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Erica Rimlinger

Erica Rimlinger was scolded throughout her childhood to stop telling stories. Nevertheless, she persisted. Erica holds a master’s degree in journalism from the University of Maryland and has spent her 25-year career telling stories for clients that have ranged from nonprofit organizations to corporations, and from magazines to America’s Most Wanted.

Based in Seattle, Erica is an avid hiker and backpacker and is overcoming a fear of heights to learn rock climbing, with mixed results so far. Her favorite part of writing for is sharing stories of women who have overcome tremendous adversity and gone on to advocate for themselves and others. Erica believes telling stories is what helps us make sense of life and all its joys and travails. She believes every woman has a story — and we should never stop telling them. You can find more of her work at

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Female medical practitioner reassuring a patient

Clinically Speaking: What Are the Surgical Treatments for Fibroids?

An OB-GYN surgeon talks treatments and options for these common uterine growths

Conditions & Treatments

Uterine fibroids are so common that up to 8 out of 10 women will develop them before they reach age 50. These non-cancerous growths generally aren’t considered dangerous and some fibroids cause no symptoms at all. But depending on their size, place and number, fibroids can cause complications or symptoms such as pelvic pain, bladder issues or heavy menstrual bleeding.

There are a range of surgical treatments available if fibroids are affecting your health or quality of life. HealthyWomen spoke with Monique Farrow, M.D., assistant professor of clinical obstetrics and gynecology and robotic surgery specialist at the University of Pennsylvania Perelman School of Medicine to learn about the latest surgical treatments.

How can someone decide what type of fibroid surgery is best for them?

Women and their healthcare providers will have to factor in considerations like the symptoms they are experiencing, their lifestyle, their individual goals and preferences — and fertility. Surgical options can range from minimally invasive surgeries like laparoscopic or robotic surgery or radiofrequency ablation, which use smaller incisions, to open surgery or even a full hysterectomy, which requires removing the uterus. An ablation procedure will shrink the fibroid; a myomectomy will remove the fibroid.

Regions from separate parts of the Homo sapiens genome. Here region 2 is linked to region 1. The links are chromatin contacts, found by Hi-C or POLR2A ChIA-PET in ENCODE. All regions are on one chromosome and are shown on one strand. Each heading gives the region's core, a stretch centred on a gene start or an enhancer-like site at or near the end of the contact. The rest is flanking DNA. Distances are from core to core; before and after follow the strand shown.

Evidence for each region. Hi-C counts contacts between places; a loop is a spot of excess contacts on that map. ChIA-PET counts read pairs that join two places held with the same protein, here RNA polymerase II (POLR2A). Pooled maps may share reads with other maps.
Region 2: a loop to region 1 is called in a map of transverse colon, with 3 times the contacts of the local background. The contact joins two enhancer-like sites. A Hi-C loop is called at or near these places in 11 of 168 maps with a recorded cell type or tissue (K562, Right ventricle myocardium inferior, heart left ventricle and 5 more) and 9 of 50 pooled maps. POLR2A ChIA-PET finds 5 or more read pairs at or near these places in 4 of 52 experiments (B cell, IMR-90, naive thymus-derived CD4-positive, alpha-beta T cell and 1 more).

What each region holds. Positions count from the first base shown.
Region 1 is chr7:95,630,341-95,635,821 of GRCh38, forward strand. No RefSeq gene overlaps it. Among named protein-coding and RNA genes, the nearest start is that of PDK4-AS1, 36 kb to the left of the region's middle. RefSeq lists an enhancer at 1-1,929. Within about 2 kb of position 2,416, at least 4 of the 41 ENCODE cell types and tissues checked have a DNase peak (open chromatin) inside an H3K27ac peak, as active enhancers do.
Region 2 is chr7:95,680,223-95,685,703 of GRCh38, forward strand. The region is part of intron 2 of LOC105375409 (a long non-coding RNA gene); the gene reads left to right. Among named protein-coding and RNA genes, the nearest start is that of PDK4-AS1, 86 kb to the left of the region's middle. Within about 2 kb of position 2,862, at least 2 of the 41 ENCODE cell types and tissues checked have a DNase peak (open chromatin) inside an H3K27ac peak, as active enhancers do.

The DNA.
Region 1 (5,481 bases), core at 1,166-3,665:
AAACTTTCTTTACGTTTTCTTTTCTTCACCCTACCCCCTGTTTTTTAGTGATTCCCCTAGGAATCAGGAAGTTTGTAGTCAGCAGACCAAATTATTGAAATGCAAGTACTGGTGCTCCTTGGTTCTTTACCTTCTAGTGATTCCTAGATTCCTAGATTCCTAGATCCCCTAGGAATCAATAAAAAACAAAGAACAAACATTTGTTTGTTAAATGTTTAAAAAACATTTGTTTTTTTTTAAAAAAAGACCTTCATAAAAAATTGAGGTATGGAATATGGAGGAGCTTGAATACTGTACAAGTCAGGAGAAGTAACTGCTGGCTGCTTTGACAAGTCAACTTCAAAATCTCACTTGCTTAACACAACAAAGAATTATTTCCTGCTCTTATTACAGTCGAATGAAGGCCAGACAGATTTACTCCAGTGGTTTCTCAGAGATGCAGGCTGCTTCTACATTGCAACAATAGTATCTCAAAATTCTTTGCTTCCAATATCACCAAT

Watch: Living with Fibroids >>

What are the recovery times for the different types of surgical treatments for fibroids?

Minimally invasive surgeries are generally outpatient procedures done under lighter sedation or anesthesia. After radiofrequency ablation, a person can expect to return to regular activity within a week. After laparoscopic or robotic surgery, recovery can take two to four weeks. Open surgery or hysterectomy is inpatient, requires a hospital stay of a couple days, and has a four-to-six-week recovery.

What are the differences between laparoscopic and robotic-assisted fibroid surgery?

Both are considered minimally invasive surgeries. In a laparoscopic surgery, the surgeon will make a small incision in the abdomen. With robot assistance, doctors can use even finer instruments to get into tight spaces, get higher magnification and improve results. The two approaches are very similar, but the robot-assisted technology simply allows additional benefits.

What are the benefits of laparoscopic surgery and robotic-assisted surgery?

Grouped together as minimally invasive surgeries, these procedures have quicker recovery times than open surgery, reduced risk of complications due to blood loss or anesthesia, and a quicker return to daily activity. The additional technology of robotic-assisted surgery can increase the chances that a patient can have a minimally invasive procedure rather than an open surgery or hysterectomy. If a person has multiple fibroids, for instance, or fibroids located deep in the pelvis, technology can improve access to these areas.

What surgical treatments for fibroids should people consider if they want to get pregnant in the future?

Myomectomy is your only surgical option if you’re considering a future pregnancy. This is a surgery that removes the fibroid. It can be performed through minimally invasive techniques or open surgery.

Can fibroids return after treatment?

Absolutely. Fibroids can come anywhere from 15% to 33% of the time. This possibility can be a guiding factor in deciding what treatment to have.

Are minimally invasive surgical options for fibroids available to all people who may be considering them?

Unfortunately, in the U.S., access to resources can vary depending on insurance coverage and geography. A woman may need to travel to find minimally invasive options. Most major academic and regional hospitals employ a handful of doctors who can do these procedures. There are, unfortunately, disparities in care. For example, Black women are less likely to be offered minimally invasive options. I encourage women to always get a second opinion if possible. There are differing levels of expertise and experience out there.

Read: The Cost of Racial Bias in OB-GYN Care >>

How can a patient find a surgeon who is trained in minimally invasive procedures?

Try your insurance website or medical websites. The American College of Obstetrics and Gynecology (ACOG) has an option to search by region, specialty and certification in minimally invasive surgery.

This resource was created with support from Intuitive.

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